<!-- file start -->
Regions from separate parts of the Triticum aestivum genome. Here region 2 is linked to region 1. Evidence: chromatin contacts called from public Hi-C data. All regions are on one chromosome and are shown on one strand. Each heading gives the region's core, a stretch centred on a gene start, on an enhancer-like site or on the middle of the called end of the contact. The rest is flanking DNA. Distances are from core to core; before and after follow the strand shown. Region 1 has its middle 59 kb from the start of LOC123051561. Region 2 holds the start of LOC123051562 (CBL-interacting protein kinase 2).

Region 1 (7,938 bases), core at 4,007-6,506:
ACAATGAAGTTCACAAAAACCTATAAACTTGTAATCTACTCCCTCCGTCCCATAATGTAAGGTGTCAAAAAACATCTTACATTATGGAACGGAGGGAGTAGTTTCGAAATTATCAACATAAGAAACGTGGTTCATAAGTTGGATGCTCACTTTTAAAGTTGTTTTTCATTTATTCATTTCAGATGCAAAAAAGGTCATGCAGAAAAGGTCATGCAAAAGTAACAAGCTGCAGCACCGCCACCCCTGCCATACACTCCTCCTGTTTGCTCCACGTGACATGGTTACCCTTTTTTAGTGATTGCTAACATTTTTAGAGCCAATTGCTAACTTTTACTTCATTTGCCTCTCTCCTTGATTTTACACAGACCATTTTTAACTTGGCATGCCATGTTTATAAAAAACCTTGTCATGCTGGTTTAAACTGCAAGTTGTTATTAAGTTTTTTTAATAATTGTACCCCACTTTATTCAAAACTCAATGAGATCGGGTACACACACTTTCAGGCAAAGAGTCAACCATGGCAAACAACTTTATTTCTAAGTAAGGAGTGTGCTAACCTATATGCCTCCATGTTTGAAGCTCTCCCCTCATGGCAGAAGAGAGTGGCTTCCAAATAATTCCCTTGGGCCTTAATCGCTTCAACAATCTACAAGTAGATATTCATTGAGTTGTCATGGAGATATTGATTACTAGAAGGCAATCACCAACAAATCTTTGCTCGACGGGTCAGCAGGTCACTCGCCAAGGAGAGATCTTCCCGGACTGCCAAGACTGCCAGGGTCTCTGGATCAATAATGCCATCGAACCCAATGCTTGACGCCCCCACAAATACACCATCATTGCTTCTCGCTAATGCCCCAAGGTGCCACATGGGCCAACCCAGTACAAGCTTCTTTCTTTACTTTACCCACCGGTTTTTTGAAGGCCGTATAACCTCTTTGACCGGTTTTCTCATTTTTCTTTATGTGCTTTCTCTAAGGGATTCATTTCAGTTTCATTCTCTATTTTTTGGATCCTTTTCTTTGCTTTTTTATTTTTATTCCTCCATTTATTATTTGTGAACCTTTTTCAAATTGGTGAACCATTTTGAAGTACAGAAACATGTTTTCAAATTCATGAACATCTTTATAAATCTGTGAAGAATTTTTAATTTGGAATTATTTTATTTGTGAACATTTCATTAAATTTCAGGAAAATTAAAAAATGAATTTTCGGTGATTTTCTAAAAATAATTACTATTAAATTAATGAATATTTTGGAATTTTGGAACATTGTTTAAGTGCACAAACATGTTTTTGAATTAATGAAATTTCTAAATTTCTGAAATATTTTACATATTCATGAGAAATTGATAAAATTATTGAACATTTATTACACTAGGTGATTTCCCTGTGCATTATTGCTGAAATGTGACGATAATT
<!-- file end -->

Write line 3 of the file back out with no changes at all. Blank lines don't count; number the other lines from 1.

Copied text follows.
ACAATGAAGTTCACAAAAACCTATAAACTTGTAATCTACTCCCTCCGTCCCATAATGTAAGGTGTCAAAAAACATCTTACATTATGGAACGGAGGGAGTAGTTTCGAAATTATCAACATAAGAAACGTGGTTCATAAGTTGGATGCTCACTTTTAAAGTTGTTTTTCATTTATTCATTTCAGATGCAAAAAAGGTCATGCAGAAAAGGTCATGCAAAAGTAACAAGCTGCAGCACCGCCACCCCTGCCATACACTCCTCCTGTTTGCTCCACGTGACATGGTTACCCTTTTTTAGTGATTGCTAACATTTTTAGAGCCAATTGCTAACTTTTACTTCATTTGCCTCTCTCCTTGATTTTACACAGACCATTTTTAACTTGGCATGCCATGTTTATAAAAAACCTTGTCATGCTGGTTTAAACTGCAAGTTGTTATTAAGTTTTTTTAATAATTGTACCCCACTTTATTCAAAACTCAATGAGATCGGGTACACACACTTTCAGGCAAAGAGTCAACCATGGCAAACAACTTTATTTCTAAGTAAGGAGTGTGCTAACCTATATGCCTCCATGTTTGAAGCTCTCCCCTCATGGCAGAAGAGAGTGGCTTCCAAATAATTCCCTTGGGCCTTAATCGCTTCAACAATCTACAAGTAGATATTCATTGAGTTGTCATGGAGATATTGATTACTAGAAGGCAATCACCAACAAATCTTTGCTCGACGGGTCAGCAGGTCACTCGCCAAGGAGAGATCTTCCCGGACTGCCAAGACTGCCAGGGTCTCTGGATCAATAATGCCATCGAACCCAATGCTTGACGCCCCCACAAATACACCATCATTGCTTCTCGCTAATGCCCCAAGGTGCCACATGGGCCAACCCAGTACAAGCTTCTTTCTTTACTTTACCCACCGGTTTTTTGAAGGCCGTATAACCTCTTTGACCGGTTTTCTCATTTTTCTTTATGTGCTTTCTCTAAGGGATTCATTTCAGTTTCATTCTCTATTTTTTGGATCCTTTTCTTTGCTTTTTTATTTTTATTCCTCCATTTATTATTTGTGAACCTTTTTCAAATTGGTGAACCATTTTGAAGTACAGAAACATGTTTTCAAATTCATGAACATCTTTATAAATCTGTGAAGAATTTTTAATTTGGAATTATTTTATTTGTGAACATTTCATTAAATTTCAGGAAAATTAAAAAATGAATTTTCGGTGATTTTCTAAAAATAATTACTATTAAATTAATGAATATTTTGGAATTTTGGAACATTGTTTAAGTGCACAAACATGTTTTTGAATTAATGAAATTTCTAAATTTCTGAAATATTTTACATATTCATGAGAAATTGATAAAATTATTGAACATTTATTACACTAGGTGATTTCCCTGTGCATTATTGCTGAAATGTGACGATAATT